The Fleet Street Murders

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The Fleet Street Murders
Cover art for The Fleet Street Murders
Author Charles Finch
Language English
Series Charles Lenox series
Genre Mystery, crime novel
Publisher St. Martin’s Press
Publication date
November 10, 2009
Pages 320 (first edition, hardcover)
ISBN 978-0-312-56551-0
Preceded by The September Society
Followed by A Stranger in Mayfair

The Fleet Street Murders, by Charles Finch, is the mystery set in London and in northern England in 1867 during the Victorian era. It is the third novel in the Charles Lenox series.

Plot summary[edit]

While gentleman and amateur detective Charles Lenox is celebrating his engagement to his best friend and neighbor Lady Jane Grey, two journalists are murdered simultaneously across London. Lenox starts to involve himself in this strange case despite hostility from Scotland Yard, but soon must leave it behind to travel to Stirrington, in northern England, where he is running for a seat in Parliament. Once at Stirrington, he has to overcome local suspicion of an outsider, and faces a shock when Lady Jane sends him a letter casting doubt on their upcoming marriage. Meanwhile in London, the police have arrested two unlikely suspects. Lenox races back and forth between London and Stirrington to solve the crime, face the results of the election, and save his imperiled engagement. In the process, he discovers that the culprit is an old nemesis.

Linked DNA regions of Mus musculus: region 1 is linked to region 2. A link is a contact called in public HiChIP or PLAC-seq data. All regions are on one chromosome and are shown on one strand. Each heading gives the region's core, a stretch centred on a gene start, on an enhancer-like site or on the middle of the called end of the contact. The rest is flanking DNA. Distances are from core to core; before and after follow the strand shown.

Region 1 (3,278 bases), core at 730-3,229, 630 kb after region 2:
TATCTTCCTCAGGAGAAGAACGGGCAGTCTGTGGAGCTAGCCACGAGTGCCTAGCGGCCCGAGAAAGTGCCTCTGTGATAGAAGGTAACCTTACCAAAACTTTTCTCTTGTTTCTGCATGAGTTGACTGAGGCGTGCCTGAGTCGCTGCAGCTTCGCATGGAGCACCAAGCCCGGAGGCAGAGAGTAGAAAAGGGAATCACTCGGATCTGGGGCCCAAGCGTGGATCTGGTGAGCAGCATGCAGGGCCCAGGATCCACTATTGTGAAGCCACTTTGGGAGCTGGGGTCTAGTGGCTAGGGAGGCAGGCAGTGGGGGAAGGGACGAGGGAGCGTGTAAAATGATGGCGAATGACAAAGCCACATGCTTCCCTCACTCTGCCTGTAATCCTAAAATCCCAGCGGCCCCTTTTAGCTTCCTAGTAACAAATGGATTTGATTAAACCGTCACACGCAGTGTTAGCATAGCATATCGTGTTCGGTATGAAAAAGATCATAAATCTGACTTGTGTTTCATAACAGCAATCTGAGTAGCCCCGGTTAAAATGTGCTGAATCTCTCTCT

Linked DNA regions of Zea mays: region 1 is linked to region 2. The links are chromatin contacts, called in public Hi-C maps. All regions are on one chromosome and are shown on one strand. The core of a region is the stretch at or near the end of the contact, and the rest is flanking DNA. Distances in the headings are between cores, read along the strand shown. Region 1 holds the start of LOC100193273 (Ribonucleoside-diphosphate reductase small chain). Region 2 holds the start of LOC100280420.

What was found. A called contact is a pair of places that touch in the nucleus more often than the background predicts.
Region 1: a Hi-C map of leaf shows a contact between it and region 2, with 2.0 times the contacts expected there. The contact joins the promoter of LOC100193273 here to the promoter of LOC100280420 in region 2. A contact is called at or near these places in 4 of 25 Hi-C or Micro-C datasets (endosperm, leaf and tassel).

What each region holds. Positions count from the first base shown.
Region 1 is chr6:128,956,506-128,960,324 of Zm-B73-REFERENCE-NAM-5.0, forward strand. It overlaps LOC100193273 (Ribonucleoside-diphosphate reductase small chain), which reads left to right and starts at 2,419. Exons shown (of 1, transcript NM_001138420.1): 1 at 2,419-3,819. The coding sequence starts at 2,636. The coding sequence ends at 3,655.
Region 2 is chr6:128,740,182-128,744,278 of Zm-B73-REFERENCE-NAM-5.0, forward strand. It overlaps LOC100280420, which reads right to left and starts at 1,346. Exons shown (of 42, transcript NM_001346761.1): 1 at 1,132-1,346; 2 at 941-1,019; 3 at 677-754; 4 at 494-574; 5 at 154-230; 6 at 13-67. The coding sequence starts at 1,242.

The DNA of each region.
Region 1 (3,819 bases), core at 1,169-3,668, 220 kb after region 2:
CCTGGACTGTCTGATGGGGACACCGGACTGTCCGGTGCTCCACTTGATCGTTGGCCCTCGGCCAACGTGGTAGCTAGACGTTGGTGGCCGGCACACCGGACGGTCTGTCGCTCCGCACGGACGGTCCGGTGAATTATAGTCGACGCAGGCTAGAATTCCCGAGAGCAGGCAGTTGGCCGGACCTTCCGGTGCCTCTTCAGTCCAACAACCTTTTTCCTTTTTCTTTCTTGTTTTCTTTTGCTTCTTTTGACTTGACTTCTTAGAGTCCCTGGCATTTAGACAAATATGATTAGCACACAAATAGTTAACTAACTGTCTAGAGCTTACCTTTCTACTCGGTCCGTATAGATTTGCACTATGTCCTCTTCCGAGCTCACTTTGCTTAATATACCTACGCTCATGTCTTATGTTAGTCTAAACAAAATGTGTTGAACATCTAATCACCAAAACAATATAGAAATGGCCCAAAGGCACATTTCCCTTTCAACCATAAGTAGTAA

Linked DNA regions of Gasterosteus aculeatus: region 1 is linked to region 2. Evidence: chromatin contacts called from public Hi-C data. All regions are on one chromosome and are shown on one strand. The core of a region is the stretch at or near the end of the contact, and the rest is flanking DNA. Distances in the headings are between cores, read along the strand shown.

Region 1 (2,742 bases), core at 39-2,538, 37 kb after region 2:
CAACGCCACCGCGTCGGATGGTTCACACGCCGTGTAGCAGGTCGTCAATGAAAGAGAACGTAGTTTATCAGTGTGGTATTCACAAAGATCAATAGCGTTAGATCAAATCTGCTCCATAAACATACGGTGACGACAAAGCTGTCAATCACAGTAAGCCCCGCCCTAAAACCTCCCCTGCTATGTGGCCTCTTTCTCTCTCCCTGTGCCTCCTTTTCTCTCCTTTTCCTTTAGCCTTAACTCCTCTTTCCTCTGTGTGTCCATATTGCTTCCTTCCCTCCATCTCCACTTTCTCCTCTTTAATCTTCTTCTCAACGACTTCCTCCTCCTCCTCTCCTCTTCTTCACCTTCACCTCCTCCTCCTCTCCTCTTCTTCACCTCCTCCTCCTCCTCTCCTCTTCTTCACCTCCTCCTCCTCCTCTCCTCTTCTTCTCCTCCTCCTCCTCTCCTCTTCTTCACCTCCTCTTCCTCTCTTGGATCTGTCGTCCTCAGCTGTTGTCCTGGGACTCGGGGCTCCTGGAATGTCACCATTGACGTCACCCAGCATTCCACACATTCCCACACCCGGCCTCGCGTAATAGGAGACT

Awards and recognition[edit]

The Fleet Street Murders was nominated for the Nero Award in 2010.[1]

Publication history[edit]

The Fleet Street Murders', was first published in hardcover by St. Martin’s Minotaur and released on November 10, 2009.[2] A large print edition was published by Center Point Publishing on December 1, 2009.[3] The trade paperback was released on July 20, 2010.

Literary criticism[edit]

Finch received favorable reviews in several major newspapers. Marilyn Stasio of the New York Times called The Fleet Street Murders "a beguiling Victorian mystery [with] an amiable gentleman sleuth cut from the same fine English broadcloth as Dorothy L. Sayers’s Lord Peter Wimsey."[4] The Richmond Times-Dispatch praised the book, saying that "this third entry in Finch’s series shows the author at his confident best, with a well-conceived story [and] an honorable and amiable hero."[5]


  1. ^ Nero Wolfe (2011). "Nero Award Finalists". Nero Wolfe. Retrieved 2011-11-29. 
  2. ^ "Charles Finch". Macmillan Books. 2009. 
  3. ^ "WorldCat: The September Society". Center Point Publishing. 2007. Retrieved 2010-05-08. 
  4. ^ Stasio, Marilyn (December 10, 2009). "Hollywood Knights". The New York Times. Retrieved 2011-03-11. 
  5. ^ Strafford, Jay (December 10, 2009). "Book review: four mysteries". The Richmond Times-Dispatch. Retrieved 2011-03-11. 

External links[edit]